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Publication numberUS20060180672 A1
Publication typeApplication
Application numberUS 11/057,086
Publication dateAug 17, 2006
Filing dateFeb 11, 2005
Priority dateFeb 11, 2005
Publication number057086, 11057086, US 2006/0180672 A1, US 2006/180672 A1, US 20060180672 A1, US 20060180672A1, US 2006180672 A1, US 2006180672A1, US-A1-20060180672, US-A1-2006180672, US2006/0180672A1, US2006/180672A1, US20060180672 A1, US20060180672A1, US2006180672 A1, US2006180672A1
InventorsLonny Chu
Original AssigneeChu Lonny L
Export CitationBiBTeX, EndNote, RefMan
External Links: USPTO, USPTO Assignment, Espacenet
Method and system for multi-dimensional symbol coding system
US 20060180672 A1
Abstract
A set of discrete colored elements is arranged in a matrix to form a grid tag. The grid tag is like a bar code, useful to identify products or things. A starter color may orient a reader to read the colors in sequence, top-down and left-to-right. Associated with the grid tag is information located in a computer. The information may be referenced or the grid tag could be used as an “address” or a “pointer” to locate the information elsewhere on a computer or a network such as the Internet. A user may photograph the grid tag and transmit it to a server computer for parsing the colors and delivering information associated with the grid tag. Alternatively, the decoding may take place on a client device such as a wireless camera phone. In alternative embodiments, the grid tag elements may include logos, or other pictures that enable a user to identify the source or other pertinent information associated with the tag. Grid tags may be used for persons to identify themselves for a personal advertisement.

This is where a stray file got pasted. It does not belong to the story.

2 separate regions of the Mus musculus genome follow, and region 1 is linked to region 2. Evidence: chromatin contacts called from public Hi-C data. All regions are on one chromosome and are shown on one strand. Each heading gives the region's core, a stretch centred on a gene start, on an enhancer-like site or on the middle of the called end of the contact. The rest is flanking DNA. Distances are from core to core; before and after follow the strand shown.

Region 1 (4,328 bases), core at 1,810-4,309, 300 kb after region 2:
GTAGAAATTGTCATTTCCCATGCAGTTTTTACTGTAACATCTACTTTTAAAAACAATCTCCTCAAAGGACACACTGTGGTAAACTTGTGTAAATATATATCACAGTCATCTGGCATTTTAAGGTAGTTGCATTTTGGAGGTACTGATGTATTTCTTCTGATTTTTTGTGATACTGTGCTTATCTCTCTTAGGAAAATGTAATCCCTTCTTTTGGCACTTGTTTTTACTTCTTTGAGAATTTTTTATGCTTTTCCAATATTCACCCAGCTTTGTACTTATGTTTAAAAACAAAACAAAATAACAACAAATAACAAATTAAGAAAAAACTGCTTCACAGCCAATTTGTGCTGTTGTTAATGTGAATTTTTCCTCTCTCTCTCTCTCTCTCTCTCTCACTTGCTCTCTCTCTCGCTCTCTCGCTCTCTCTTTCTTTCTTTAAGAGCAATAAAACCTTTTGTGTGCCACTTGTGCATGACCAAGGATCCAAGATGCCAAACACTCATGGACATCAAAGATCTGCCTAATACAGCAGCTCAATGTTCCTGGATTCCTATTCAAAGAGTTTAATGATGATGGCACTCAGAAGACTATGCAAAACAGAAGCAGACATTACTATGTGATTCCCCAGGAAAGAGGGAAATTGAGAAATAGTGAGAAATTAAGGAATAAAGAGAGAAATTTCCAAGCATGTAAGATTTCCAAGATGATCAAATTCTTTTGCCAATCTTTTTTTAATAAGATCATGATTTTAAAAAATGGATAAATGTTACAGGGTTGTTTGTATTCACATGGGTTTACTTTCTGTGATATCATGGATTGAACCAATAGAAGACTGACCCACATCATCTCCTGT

Images(8)
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Claims(33)
1. A multi-dimensional symbol, comprising:
an arrangement of a plurality of elements each including a shape and one additional attribute, each of the plurality of elements being disconnected from other elements.
2. The multi-dimensional symbol of claim 1, wherein the additional attribute is color.
3. The multi-dimensional symbol of claim 1, wherein the additional attribute is texture.
4. The multi-dimensional symbol of claim 1, wherein the additional attribute is luminescence.